That’s the first thing that they hate, the jugglers. They’re like “They’re not pins. They’re clubs.”

Oh, gosh…

Yeah, that’s the first thing that you’ll get corrected on if you ever go to a juggling meetup.

I’m not too worried about it… [laughter] I probably won’t go to a juggling meetup, especially now that I know they’re gonna ridicule me.

They’re the best. You find your people there. If you’re looking for nerds, nerds of all ages - juggling club. Any city.

So they’re not called bowling pins? Because I’ve bowled a lot in my life, and I feel like they’re always referred to as pins.

Yeah. In juggling they’re referred to as clubs.

Oh, just because you’re juggling them. Okay.

Yeah, I lived in the community that I think Jess also lived in for a while, in the Cambridge area, Camberville area…

[unintelligible 00:29:46.16] Cambridge…

Yeah, I think my husband and I when we were first – we never really dated, we were just in a relationship… But that’s where we had all of our – our first everythings were in that area. But yeah, there’s just so many circus nerds that are like concentrated there. Have you noticed that?

[00:30:08.00] Yeah. They have a circus school…

Oh, there’s a school there.

Yeah. They have a certain circus school in the middle of Cambridge and Somerville called Esh Circus Arts. And it’s huge. It’s right next to a rock climbing gym, and a makerspace… It’s nerd heaven.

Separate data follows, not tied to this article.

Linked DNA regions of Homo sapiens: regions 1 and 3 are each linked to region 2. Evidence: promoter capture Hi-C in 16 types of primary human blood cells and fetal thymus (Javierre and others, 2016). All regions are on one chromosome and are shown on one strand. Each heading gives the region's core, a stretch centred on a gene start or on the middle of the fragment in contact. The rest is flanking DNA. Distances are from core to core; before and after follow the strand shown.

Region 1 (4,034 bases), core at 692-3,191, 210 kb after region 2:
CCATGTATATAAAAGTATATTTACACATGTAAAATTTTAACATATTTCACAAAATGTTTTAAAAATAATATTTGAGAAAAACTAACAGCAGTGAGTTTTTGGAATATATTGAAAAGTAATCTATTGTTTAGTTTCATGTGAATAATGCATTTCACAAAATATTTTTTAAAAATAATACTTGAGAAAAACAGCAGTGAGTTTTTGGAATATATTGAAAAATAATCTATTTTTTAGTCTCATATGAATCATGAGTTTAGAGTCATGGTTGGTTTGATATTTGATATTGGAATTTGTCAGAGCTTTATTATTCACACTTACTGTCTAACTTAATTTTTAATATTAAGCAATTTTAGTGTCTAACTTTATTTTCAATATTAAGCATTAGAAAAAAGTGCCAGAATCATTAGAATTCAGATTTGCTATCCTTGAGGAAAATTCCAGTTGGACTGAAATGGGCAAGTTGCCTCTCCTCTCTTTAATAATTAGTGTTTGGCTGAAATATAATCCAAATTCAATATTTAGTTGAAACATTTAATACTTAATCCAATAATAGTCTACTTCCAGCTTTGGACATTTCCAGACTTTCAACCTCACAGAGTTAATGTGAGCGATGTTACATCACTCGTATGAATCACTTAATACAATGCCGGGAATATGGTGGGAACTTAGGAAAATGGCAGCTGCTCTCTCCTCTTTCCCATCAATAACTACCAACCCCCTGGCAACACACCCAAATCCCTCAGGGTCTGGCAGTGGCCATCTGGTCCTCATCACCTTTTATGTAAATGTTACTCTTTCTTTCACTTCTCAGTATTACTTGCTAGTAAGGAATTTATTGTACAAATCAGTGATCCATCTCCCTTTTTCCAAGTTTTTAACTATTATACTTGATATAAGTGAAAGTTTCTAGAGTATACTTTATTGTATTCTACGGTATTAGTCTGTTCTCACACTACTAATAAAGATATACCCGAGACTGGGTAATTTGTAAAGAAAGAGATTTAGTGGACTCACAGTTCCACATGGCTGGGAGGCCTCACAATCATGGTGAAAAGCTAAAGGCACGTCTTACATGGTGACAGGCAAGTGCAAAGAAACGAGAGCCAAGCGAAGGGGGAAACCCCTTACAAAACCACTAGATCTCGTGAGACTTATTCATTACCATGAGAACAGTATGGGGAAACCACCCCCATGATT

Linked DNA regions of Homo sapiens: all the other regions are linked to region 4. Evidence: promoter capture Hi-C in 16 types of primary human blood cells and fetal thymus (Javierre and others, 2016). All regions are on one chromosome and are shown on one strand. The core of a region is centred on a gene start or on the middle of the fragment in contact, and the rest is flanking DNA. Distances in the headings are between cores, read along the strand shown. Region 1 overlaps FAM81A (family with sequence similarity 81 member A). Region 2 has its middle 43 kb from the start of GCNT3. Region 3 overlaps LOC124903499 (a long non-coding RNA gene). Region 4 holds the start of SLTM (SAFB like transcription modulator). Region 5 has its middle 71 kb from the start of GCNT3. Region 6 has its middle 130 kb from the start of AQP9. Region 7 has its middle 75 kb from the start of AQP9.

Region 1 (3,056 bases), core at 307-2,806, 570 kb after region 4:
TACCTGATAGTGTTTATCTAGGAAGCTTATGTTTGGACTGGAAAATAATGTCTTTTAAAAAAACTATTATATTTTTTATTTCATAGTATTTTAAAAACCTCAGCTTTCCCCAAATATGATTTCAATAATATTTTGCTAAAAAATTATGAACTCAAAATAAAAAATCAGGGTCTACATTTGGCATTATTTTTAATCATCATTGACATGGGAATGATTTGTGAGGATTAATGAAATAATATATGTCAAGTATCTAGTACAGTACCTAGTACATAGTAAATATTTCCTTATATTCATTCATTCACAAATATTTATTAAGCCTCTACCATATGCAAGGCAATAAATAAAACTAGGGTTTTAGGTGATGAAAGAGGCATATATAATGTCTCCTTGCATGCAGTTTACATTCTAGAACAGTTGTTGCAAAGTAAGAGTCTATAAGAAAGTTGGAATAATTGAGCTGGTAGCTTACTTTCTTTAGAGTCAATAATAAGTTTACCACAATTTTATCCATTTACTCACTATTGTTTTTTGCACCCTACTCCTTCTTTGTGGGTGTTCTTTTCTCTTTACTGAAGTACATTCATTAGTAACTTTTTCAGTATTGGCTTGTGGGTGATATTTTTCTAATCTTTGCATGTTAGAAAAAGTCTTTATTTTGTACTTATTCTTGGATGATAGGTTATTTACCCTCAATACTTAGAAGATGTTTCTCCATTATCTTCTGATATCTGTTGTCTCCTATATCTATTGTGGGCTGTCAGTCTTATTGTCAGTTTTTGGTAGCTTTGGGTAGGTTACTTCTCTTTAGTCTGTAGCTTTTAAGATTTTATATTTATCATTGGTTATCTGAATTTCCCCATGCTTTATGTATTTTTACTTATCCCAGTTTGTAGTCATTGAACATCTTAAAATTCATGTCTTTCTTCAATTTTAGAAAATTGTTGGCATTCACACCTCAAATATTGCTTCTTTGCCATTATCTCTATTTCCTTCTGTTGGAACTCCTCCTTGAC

Yeah. Artisan Asylum, and… Yeah. There’s just a lot. It’s a nexus for nerds, Cambridge… And - yeah, I mean, also like the Red Line, which is like the train that serves that community, the subway… It’s the train that’s ridden by the most Nobel laureates in the world; the most intelligent people, by far, in terms of degrees, but also just like international awards, like the Nobel laureate prize.

You would think that it ran on time…

Yeah, you would think. No, no. Nope. Everyone gets to have a crappy commute into wherever they’re going, because we’re still in America, so… But anyways, different show. Different podcast.